|Andrew Barclay Spurling|
Brigadier General Andrew Barclay Spurling
|Born||March 20, 1833|
|Died||August 13, 1906(aged 73)|
|Place of birth||Cranberry Isles, Maine|
|Place of death||Chicago, Illinois|
|Place of burial||Rosehill Cemetery, Chicago, Illinois|
United States of America|
|Years of service||1861–1866|
|Unit||2nd Maine Volunteer Cavalry Regiment|
|Awards||Medal of Honor|
|Other work||Merchant ship captain, sheriff, cowboy, gold prospector, businessman, real estate investor|
Prior to the war he served on merchant ships, spent time in the California gold fields, worked as a cowboy for a time, and then obtain the captaincy of a merchant vessel. At the outbreak of the Civil War, he enlisted as a trooper in the 2nd Maine Volunteer Cavalry Regiment, eventually rising to the rank of brigadier general.
In 1895, as a Lieutenant Colonel, he was involved in fierce fighting at Evergreen, Alabama. In a solo engagement, he exchanged fire with five Confederate soldiers, wounding two and single-handedly capturing the group. In 1897 he was awarded the Medal of Honor by the United States Congress for heroism in this action.
After the war, he again returned to merchant shipping, but gave it up after surviving a shipwreck. Spurling settled in Maine, where he was elected sheriff of Hancock County. Subsequently, he held positions the US Interior, Justice, and Postal Departments. These led him to Chicago. He speculated in real estate there, and was one of three investors who founded the Chicago Rawhide Manufacturing Company; he was elected as its first president.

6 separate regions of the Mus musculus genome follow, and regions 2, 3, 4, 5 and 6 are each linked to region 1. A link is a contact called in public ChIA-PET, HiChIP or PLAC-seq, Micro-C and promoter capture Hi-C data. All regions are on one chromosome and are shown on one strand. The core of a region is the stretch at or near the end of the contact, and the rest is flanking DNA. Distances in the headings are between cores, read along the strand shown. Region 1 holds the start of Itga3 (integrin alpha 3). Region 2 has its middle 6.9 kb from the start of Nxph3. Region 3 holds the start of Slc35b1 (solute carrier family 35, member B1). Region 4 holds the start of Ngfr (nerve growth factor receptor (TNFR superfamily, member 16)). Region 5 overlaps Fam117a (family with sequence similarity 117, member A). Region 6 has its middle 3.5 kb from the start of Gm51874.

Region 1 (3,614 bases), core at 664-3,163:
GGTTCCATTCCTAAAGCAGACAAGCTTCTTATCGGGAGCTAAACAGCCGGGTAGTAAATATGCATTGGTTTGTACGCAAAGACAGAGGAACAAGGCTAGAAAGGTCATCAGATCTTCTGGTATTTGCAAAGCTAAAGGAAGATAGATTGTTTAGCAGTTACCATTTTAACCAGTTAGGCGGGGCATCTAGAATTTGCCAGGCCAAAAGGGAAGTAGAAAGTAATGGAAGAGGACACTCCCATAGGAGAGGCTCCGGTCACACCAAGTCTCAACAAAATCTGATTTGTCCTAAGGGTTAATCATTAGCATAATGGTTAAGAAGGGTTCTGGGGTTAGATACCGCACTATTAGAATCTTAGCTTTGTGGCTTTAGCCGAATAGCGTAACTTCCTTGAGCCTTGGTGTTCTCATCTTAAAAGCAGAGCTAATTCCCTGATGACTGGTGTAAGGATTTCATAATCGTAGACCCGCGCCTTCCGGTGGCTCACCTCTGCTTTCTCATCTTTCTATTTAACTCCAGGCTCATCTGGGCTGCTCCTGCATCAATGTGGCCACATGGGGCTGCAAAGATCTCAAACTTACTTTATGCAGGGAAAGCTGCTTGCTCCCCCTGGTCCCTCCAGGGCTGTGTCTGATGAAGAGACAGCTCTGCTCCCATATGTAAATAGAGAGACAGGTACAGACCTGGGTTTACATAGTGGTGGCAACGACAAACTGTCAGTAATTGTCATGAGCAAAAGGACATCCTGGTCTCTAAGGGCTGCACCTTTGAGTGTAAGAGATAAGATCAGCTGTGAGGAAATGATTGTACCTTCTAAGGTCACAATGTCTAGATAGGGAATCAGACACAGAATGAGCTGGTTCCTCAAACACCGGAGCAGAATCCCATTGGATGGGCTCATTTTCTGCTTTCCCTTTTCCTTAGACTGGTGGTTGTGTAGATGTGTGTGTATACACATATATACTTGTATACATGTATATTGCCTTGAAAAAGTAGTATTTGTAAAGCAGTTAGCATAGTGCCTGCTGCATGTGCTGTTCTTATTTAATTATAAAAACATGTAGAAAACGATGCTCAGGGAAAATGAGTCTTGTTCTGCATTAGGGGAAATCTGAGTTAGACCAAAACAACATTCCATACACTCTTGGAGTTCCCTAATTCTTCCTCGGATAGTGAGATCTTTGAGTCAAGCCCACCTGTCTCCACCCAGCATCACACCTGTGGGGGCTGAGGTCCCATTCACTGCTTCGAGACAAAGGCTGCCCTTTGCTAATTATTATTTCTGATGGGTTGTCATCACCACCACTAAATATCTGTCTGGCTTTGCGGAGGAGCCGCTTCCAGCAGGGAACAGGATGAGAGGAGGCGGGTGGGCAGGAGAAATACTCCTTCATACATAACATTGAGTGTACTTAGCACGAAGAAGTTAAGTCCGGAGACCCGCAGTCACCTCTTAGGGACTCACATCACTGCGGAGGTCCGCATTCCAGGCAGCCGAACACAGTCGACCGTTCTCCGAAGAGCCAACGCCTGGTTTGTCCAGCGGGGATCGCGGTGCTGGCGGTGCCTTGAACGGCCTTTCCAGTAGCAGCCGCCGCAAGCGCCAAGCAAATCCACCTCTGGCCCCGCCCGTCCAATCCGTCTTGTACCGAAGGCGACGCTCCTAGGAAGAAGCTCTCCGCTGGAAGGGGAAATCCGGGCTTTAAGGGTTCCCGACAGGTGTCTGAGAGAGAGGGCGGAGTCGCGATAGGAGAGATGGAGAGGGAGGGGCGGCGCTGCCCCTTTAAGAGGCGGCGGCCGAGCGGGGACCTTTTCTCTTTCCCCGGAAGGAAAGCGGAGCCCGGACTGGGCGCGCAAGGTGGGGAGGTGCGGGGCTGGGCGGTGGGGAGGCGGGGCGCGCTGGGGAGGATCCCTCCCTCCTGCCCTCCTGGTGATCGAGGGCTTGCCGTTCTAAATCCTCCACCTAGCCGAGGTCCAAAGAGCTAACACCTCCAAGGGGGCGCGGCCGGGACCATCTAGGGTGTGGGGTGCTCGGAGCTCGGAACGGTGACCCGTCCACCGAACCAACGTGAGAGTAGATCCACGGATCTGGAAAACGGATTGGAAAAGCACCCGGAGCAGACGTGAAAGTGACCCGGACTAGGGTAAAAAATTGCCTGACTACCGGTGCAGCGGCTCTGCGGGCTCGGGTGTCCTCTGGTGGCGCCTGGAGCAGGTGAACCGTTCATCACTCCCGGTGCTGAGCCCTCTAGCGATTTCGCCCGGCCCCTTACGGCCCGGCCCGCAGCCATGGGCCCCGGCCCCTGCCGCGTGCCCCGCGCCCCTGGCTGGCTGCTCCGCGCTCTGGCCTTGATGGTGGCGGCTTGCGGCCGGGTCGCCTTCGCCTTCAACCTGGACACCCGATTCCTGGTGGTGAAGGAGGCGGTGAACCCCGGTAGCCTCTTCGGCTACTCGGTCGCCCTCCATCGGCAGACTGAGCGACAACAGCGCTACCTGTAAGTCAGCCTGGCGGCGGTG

He moved to Elgin, Illinois, where he invested in real estate, and was appointed chief of police. His zealous enforcement of the law, without favoritism, annoyed liquor interests, and the City Council refused to renew his appointment.
He went on to construct a large home and other buildings, started preparations for the construction of Elgin's first skyscraper, and formed a syndicate to create an industrial center. In 1892, construction began on the city's first steel framed building, but construction was delayed due to a strike at the Carnegie steel plant. All of these projects had Spurling heavily in debt at the time of the Panic of 1893 financial crisis, which had the effect of ending the real estate boom, worsening his financial difficulties.
Spurling's holdings and properties were foreclosed by creditors. He lost his fortune, including his shares in Chicago Rawhide. He lost election bid in 1894 for sheriff of Kane County, and moved back to Chicago. He lived there, eyesight failing, with only a $50 a month government pension for income.
He died in Chicago, Illinois, on August 13, 1906, and is buried at the Rosehill Cemetery.
Medal of Honor citation
SPURLING, ANDREW BARCLAY
Rank and Organization: Lieutenant Colonel, 2d Maine Cavalry. Place and Date: Near Evergreen, Alabama, 23 March 1865. Entered Service At: Maine Born: 20 March 1833, at Cranberry Isles, Maine Date Of Issue: 10 September 1897.
Advanced alone in the darkness beyond the picket line, came upon 3 of the enemy, fired upon them (his fire being returned), wounded 2, and captured the whole party..
-  Military Times Hall of Heroes: Andrew Barclay Spurling
- http://www.elginhistory.com/dgb/ch05.htm Alft, E. C., Elgin History–VETERANS (The General).
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